Education Savings Account Program; established, Education Improvement Scholarships tax credits. (HB1396)

Introduced By

Del. Marie March (R-Floyd) with support from co-patron Del. Bill Wiley (R-Winchester)


Passed Committee
Passed House
Passed Senate
Signed by Governor
Became Law


Education Savings Account Program established; Education Improvement Scholarships Tax Credits. Establishes the Education Savings Account Program, to be administered by the Department of Education, whereby the parent of any individual who is a resident of the Commonwealth and who is eligible to enroll in a public elementary or secondary school may apply for an Education Savings Account for his child into which the Department of Education deposits certain state and local funds and from which the parent makes certain enumerated qualifying expenses to educate his child in a setting and a manner other than full-time education in a public school. The bill requires the Program to be fully implemented prior to the beginning of the 2023–2024 school year. The bill also increases the value of the Education Improvement Scholarships income tax credit for a donation to a scholarship foundation from 65 percent to 100 percent of the donation. The bill removes the aggregate limit on tax credits per year, which under current law is $25 million, and removes individual minimum and maximum required donation amounts. The bill raises the threshold for students to qualify for scholarships from 300 percent of the current poverty guidelines to 1,000 percent of free or reduced-price lunch standards or, for eligible students with a disability, from 400 percent of the current poverty guidelines to 1,200 percent of such standards. The bill grants scholarship foundations the discretion to determine what expenses may be funded by tax-credit-subsidized scholarships. Under current law, such expenses are limited by statute. The bill expands eligibility for scholarships to any student who is a resident of the Commonwealth and eligible to enroll in a public elementary or secondary school in the Commonwealth. Current law restricts eligibility to certain categories of students. The bill removes the requirement that scholarship-funded schools report test results of scholarship-funded students. The provisions of the bill pertaining to the Education Improvement Scholarships income tax credits apply starting with taxable year 2023. Read the Bill »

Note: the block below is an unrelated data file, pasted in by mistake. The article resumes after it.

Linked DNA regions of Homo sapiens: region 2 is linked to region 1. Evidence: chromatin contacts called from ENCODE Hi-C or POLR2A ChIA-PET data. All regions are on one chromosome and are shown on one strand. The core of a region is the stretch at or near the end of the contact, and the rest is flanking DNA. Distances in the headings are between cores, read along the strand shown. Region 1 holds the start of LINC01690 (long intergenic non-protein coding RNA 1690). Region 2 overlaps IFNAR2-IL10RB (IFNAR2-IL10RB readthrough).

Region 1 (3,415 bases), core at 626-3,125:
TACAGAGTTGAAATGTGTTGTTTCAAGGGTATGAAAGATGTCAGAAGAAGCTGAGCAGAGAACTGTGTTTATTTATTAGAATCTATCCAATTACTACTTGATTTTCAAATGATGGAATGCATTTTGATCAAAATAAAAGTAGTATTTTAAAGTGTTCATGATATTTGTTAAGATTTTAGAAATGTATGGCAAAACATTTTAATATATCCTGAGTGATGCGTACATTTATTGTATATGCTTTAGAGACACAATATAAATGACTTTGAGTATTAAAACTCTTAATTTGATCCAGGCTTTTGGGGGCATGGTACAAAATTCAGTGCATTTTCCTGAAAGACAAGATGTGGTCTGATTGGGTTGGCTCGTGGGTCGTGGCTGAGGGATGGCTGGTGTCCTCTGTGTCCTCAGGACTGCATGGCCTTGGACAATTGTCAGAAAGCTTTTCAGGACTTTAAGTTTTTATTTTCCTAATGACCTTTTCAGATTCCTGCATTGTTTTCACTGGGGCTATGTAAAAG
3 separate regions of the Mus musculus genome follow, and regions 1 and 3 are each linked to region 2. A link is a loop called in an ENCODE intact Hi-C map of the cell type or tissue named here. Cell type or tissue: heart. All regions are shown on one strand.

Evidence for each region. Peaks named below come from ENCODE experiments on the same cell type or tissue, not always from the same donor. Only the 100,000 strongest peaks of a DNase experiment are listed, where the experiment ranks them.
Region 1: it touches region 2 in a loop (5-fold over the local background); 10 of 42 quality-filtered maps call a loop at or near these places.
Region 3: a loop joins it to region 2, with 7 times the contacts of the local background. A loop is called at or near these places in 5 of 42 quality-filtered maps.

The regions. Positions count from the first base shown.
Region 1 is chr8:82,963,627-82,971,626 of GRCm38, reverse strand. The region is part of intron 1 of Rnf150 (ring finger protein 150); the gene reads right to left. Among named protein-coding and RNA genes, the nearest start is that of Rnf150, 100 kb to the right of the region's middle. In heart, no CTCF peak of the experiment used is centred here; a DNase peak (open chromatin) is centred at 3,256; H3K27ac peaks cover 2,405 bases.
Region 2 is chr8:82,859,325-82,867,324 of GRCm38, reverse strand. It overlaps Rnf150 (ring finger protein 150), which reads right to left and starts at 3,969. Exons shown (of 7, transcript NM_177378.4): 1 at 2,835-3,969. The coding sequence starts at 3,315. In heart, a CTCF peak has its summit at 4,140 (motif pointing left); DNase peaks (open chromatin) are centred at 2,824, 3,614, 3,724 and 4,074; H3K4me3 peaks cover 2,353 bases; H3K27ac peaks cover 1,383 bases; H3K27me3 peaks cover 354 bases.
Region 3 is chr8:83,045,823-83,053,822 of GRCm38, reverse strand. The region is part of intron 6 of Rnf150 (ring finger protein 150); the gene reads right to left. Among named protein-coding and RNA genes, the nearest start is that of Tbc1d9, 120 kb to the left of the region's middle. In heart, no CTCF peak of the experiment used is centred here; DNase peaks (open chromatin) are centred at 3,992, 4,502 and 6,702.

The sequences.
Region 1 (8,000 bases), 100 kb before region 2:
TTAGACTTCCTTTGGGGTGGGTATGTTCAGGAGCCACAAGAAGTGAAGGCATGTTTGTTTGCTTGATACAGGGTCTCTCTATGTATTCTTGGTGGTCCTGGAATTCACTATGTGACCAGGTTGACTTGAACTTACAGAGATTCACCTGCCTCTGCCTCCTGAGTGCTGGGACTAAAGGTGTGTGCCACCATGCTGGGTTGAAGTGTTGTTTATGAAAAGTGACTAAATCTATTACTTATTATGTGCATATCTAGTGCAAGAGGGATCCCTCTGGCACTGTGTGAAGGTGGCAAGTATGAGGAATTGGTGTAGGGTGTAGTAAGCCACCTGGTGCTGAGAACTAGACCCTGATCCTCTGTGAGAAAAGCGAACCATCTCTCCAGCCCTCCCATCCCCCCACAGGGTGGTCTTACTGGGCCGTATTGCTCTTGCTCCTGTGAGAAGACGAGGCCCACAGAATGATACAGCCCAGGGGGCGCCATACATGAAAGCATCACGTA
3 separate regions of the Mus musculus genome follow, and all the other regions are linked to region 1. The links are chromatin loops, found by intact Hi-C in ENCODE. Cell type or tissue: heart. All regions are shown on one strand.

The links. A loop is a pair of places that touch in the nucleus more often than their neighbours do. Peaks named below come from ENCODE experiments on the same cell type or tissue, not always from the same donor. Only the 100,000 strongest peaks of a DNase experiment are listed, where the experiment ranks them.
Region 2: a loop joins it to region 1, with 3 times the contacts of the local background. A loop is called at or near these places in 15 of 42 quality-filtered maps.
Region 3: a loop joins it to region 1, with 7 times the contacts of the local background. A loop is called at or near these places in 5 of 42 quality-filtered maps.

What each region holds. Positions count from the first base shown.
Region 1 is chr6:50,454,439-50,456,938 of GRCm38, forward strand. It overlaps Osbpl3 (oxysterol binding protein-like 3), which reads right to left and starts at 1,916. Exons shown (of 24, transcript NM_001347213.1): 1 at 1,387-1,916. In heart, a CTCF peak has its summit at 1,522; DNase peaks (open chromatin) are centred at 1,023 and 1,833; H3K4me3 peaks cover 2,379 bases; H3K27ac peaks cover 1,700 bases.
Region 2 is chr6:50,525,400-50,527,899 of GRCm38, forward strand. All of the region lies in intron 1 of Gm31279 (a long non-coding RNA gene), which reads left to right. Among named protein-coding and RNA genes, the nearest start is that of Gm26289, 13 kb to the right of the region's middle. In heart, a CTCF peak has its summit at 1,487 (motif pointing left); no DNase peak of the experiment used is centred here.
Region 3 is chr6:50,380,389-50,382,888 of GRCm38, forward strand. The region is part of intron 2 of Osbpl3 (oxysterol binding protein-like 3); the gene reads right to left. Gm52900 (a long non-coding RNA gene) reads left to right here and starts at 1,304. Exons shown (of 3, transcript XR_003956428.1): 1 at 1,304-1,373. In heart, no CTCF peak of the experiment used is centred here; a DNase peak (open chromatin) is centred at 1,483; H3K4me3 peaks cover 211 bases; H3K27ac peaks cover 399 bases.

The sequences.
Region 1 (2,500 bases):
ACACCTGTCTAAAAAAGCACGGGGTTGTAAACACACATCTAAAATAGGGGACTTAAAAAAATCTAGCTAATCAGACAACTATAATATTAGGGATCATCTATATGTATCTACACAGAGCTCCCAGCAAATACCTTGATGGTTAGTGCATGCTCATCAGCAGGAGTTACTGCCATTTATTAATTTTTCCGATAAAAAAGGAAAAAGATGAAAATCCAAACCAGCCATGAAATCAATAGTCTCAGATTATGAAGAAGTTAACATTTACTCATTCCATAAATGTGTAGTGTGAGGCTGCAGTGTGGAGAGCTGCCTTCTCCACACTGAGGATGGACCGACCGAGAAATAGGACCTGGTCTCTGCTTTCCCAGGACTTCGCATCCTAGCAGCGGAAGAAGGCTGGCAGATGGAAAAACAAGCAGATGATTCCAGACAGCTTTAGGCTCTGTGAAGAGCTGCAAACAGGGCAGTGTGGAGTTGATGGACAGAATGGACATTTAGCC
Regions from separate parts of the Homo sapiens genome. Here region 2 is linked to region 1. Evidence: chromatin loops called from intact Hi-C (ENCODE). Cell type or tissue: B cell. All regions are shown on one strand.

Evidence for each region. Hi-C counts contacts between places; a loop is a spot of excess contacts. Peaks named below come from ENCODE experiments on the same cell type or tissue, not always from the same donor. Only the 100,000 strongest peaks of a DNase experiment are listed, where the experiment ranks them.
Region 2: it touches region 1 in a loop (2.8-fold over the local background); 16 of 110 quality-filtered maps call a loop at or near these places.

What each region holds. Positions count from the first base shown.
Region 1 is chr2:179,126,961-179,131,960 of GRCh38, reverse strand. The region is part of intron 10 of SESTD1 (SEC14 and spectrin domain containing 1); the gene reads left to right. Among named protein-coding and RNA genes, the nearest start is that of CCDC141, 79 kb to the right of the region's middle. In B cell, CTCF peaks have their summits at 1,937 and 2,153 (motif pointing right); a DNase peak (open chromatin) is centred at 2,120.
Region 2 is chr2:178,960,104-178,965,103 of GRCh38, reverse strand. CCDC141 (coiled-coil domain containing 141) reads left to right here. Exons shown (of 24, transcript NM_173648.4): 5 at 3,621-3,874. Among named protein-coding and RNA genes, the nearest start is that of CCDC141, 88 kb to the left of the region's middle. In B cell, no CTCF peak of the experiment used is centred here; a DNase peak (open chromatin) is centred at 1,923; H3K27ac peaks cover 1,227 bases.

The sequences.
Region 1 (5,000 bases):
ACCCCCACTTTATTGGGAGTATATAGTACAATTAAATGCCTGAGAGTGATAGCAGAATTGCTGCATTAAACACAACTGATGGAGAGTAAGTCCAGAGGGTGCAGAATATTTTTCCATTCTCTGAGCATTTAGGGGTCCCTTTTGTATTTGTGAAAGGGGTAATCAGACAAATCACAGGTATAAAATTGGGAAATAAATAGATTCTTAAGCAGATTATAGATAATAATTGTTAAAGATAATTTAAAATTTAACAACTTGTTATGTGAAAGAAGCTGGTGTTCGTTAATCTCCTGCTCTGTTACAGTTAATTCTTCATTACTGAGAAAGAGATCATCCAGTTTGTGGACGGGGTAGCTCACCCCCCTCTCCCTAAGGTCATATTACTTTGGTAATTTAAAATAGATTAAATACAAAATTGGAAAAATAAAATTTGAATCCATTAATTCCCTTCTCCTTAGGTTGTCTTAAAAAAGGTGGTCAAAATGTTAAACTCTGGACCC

Bill Has Failed


11/30/2022Prefiled and ordered printed; offered 01/11/23 23100013D
11/30/2022Referred to Committee on Education
01/23/2023Assigned Education sub: Early Childhood/Innovation
01/25/2023Subcommittee recommends passing by indefinitely (8-Y 0-N)
02/07/2023Left in Education

Duplicate Bills

The following bills are identical to this one: HB1371 and SB1191.


Miriam Sullivan writes:

I like this bill. I'm glad to see it expanded
to include many other Virginia students & families & not just poverty level.

Michael Albin writes:

This is not a good bill. It does not provide all-round school choice options, esp. for home schoolers. Vouchers are better.

Bill Peabody writes:

Why not offer a straight 3-$4000 tax credit?
You can add a high income clause.
State average edu cost 12k is $12,5000
$12,500-4000 = 8500 taxpayer savings

Bill Peabody writes:

Meant to say vouchers as over 90% use the standard deduction a credit seems of little use. Why not offer an example of a median earner in Floyd co.

Bill Peabody writes:

meant to say voucher as over 85% of taxpayers use the standard deduction.
$3000-$4000 voucher

Rod Dyck writes:

This bill is a step in the right direction. Vouchers for the full cost of a student attending public schools would be an improvement. Eligibility requirements should be for all students who are Virginia residents and U.S citizens.

Michael Albin writes:

After further consideration of the EISTC, I find that it is useful only of if it extends the tax credit to 100%. The average tax liability of most of the counties in Virginia does not permit of benefiting from more than the standard deduction. Thus, most families in these counties will not benefit.

A program of simple voucher payments to parents, exempt from Virginia income tax, directly benefits parents and saves county school districts significant cost. Such a program benefits the Commonwealth's poorer counties, while also offering choice to parents in wealthier counties.

Ronald N Quasebarth writes:

This is definite good beginning step for real choice for Virginia parents and students.